On Sept. 20, Waldoboro Police Chief Bill Labombarde and Officer Larry Hesseltine went to 308 Flanders Corner Road to serve a protection-from-abuse order on another person.

When they pulled in, Bennett was outside the building, but quickly ducked inside. Labombarde and Hesseltine found the warrant out of Belfast and attempted to arrest him, but Bennett exited the apartment through a hole in the floor and fled.

Two days later, five officers returned to the apartment after hearing Bennett was back, but Bennett jumped out the back window and fled into the woods.

For the next several weeks, Bennett hid out in burglarized camps on Damariscotta Lake, vacant buildings on Elm Street and Jefferson Street in Waldoboro, and a campsite near Highland Cemetery in Jefferson.

Of his many burglaries during those weeks, one of his biggest targets was the University of Maine’s Darling Marine Center, on the banks of the Damariscotta River in Walpole. On Oct. 13, he stole a generator, heaters, survival gear, water pumps, and other items from the center – much of which would turn up at the campsite in Jefferson.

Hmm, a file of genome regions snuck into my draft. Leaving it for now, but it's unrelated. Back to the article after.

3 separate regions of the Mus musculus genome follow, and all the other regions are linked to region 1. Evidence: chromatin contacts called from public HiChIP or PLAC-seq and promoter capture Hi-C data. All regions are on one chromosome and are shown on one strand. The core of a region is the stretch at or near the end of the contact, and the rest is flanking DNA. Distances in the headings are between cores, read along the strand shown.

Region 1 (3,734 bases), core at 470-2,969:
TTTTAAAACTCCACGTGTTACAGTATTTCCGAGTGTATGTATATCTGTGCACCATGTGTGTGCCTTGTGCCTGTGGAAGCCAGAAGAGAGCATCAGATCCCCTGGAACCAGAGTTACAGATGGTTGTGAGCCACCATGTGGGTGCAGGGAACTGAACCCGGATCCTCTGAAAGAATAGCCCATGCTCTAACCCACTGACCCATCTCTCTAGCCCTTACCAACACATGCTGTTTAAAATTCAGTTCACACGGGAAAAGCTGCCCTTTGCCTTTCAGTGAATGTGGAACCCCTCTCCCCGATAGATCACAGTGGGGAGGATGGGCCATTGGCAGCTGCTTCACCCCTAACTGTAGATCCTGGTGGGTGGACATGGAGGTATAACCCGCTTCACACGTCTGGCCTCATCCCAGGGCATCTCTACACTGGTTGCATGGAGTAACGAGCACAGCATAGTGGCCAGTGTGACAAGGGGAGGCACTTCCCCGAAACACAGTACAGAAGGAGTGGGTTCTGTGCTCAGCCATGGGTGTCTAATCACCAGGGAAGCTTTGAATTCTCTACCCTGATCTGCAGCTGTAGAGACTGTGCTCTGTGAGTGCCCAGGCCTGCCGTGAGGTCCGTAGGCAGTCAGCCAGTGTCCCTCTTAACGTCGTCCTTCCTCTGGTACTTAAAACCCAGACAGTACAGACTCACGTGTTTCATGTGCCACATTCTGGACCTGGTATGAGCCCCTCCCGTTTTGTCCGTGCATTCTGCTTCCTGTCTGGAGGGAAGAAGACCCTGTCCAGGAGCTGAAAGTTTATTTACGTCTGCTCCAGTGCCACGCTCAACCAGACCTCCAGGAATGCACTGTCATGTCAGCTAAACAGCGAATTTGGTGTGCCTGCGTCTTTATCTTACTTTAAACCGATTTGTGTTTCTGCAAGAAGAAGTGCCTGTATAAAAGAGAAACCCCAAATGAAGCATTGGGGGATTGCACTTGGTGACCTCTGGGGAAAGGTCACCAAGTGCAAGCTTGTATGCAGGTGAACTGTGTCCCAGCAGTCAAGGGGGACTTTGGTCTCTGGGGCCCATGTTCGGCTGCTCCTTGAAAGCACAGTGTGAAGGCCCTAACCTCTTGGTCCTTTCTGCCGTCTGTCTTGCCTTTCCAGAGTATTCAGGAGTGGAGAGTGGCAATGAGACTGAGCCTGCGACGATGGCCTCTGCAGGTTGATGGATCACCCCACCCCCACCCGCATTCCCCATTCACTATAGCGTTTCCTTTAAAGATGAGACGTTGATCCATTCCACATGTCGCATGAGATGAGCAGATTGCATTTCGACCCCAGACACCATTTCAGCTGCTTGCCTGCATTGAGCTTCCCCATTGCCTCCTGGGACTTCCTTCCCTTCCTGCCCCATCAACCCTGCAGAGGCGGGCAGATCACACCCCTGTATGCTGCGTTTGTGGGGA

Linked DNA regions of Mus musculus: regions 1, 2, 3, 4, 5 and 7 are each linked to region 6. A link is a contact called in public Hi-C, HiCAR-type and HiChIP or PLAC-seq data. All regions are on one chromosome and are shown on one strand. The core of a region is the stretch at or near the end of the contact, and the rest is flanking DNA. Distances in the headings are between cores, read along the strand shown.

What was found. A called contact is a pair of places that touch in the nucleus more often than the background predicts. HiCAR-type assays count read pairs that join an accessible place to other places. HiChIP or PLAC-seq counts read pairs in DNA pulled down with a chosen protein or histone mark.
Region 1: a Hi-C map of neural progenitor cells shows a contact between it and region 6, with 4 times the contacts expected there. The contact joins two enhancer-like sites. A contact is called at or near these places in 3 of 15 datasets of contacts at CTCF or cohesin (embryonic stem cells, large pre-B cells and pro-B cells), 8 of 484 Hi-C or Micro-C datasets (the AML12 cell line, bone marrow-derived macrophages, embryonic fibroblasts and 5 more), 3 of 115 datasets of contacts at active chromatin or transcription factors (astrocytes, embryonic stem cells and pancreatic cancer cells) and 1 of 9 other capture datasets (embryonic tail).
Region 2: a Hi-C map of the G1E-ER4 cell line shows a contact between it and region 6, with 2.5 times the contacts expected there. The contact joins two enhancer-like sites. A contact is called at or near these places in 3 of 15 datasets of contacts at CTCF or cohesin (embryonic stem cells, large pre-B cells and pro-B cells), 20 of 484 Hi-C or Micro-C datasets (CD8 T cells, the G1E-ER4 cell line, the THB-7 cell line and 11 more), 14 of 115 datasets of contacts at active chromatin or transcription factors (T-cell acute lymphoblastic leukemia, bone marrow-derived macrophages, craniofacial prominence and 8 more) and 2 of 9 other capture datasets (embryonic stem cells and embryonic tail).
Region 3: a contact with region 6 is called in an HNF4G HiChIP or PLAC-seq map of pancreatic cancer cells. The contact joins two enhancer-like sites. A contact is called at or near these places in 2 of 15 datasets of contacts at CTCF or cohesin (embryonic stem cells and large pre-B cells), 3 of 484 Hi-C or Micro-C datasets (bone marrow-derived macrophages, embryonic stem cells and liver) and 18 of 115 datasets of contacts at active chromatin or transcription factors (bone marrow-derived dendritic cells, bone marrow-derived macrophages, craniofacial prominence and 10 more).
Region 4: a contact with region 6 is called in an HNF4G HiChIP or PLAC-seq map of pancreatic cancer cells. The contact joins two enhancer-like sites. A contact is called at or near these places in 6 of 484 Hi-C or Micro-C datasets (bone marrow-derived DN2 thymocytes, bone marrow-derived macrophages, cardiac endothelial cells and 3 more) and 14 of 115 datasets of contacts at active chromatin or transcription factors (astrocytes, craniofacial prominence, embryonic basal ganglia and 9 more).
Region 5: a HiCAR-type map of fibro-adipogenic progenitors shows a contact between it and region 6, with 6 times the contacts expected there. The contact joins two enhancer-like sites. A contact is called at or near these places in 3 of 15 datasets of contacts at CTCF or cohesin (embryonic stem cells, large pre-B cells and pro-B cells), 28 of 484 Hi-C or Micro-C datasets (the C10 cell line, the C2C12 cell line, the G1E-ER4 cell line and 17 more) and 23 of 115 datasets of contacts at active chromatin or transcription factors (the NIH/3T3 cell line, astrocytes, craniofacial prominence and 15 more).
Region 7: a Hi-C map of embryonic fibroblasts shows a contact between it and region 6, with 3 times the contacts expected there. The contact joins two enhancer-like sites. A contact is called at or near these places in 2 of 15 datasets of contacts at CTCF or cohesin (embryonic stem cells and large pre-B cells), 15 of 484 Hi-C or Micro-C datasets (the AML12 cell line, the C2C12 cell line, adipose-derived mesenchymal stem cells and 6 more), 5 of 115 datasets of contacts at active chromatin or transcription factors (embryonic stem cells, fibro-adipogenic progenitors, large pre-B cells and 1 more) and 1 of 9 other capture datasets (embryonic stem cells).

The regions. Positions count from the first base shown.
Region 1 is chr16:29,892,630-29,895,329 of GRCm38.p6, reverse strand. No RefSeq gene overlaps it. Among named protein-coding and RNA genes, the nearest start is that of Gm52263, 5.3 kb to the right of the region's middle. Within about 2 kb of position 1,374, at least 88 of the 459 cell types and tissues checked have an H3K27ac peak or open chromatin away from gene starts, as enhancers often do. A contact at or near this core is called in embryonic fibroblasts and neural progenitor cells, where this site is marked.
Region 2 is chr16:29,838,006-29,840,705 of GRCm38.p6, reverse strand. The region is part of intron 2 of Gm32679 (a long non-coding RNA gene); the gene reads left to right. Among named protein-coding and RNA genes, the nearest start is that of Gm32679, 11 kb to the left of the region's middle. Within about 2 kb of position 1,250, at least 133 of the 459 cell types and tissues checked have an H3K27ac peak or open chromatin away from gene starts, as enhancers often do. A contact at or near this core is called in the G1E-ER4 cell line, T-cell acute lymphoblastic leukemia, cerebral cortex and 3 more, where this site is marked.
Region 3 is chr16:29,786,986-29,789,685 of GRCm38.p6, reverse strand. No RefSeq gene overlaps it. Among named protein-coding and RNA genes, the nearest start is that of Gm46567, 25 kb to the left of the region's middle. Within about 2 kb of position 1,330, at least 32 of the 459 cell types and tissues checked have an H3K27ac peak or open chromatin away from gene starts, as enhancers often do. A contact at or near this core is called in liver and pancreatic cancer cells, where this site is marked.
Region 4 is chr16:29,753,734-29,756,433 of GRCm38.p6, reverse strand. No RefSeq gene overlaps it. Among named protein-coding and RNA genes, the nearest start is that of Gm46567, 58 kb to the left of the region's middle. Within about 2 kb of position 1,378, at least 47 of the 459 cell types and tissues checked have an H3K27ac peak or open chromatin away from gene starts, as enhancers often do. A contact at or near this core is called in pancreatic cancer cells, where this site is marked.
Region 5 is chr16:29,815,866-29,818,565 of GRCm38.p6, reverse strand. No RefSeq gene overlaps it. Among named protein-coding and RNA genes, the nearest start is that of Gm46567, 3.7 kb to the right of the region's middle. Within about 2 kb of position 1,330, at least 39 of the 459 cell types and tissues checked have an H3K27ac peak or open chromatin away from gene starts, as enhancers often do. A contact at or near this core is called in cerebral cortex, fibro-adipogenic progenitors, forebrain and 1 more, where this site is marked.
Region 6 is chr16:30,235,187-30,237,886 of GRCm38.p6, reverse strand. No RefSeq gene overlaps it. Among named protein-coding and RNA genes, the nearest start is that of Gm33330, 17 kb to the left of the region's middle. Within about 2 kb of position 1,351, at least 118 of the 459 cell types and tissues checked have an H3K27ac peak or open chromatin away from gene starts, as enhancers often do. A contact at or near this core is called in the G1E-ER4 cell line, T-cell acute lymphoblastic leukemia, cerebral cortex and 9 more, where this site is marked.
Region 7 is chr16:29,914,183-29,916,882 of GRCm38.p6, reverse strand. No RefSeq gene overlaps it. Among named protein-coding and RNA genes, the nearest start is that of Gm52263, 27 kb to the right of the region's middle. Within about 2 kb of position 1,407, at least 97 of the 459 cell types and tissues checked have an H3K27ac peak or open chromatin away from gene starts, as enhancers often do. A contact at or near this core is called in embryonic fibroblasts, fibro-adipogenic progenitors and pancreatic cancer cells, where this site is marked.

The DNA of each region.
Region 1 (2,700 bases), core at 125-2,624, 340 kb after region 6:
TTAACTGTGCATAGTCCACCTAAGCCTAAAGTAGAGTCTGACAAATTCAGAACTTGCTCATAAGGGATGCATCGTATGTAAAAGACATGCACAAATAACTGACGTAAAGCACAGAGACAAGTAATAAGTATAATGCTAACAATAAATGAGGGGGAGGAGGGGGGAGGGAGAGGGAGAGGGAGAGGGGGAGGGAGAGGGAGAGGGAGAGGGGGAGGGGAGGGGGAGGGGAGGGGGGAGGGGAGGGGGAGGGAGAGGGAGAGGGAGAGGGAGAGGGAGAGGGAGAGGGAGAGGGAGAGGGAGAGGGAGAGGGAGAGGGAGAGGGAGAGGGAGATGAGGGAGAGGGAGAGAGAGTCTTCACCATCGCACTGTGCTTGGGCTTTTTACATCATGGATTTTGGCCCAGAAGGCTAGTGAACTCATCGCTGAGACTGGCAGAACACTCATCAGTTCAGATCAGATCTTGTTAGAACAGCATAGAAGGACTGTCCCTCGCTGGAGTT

Bennett had his next close call with police Oct. 17.

Then-Sgt. Jason Warlick of the Damariscotta Police Department attempted to stop a green truck that was dragging a rear shock on Main Street in Damariscotta, but the truck sped away.

Warlick pursued the truck onto Hammond Road, Back Meadow Road, and Standpipe Road at speeds of more than 70 mph, but the truck continued to pull away. Warlick ended the pursuit on Standpipe Road for safety reasons.

Warlick had seen the truck at the McDonald’s drive-thru before the pursuit, and the night manager at McDonald’s identified the driver as Bennett when Warlick showed him a photo.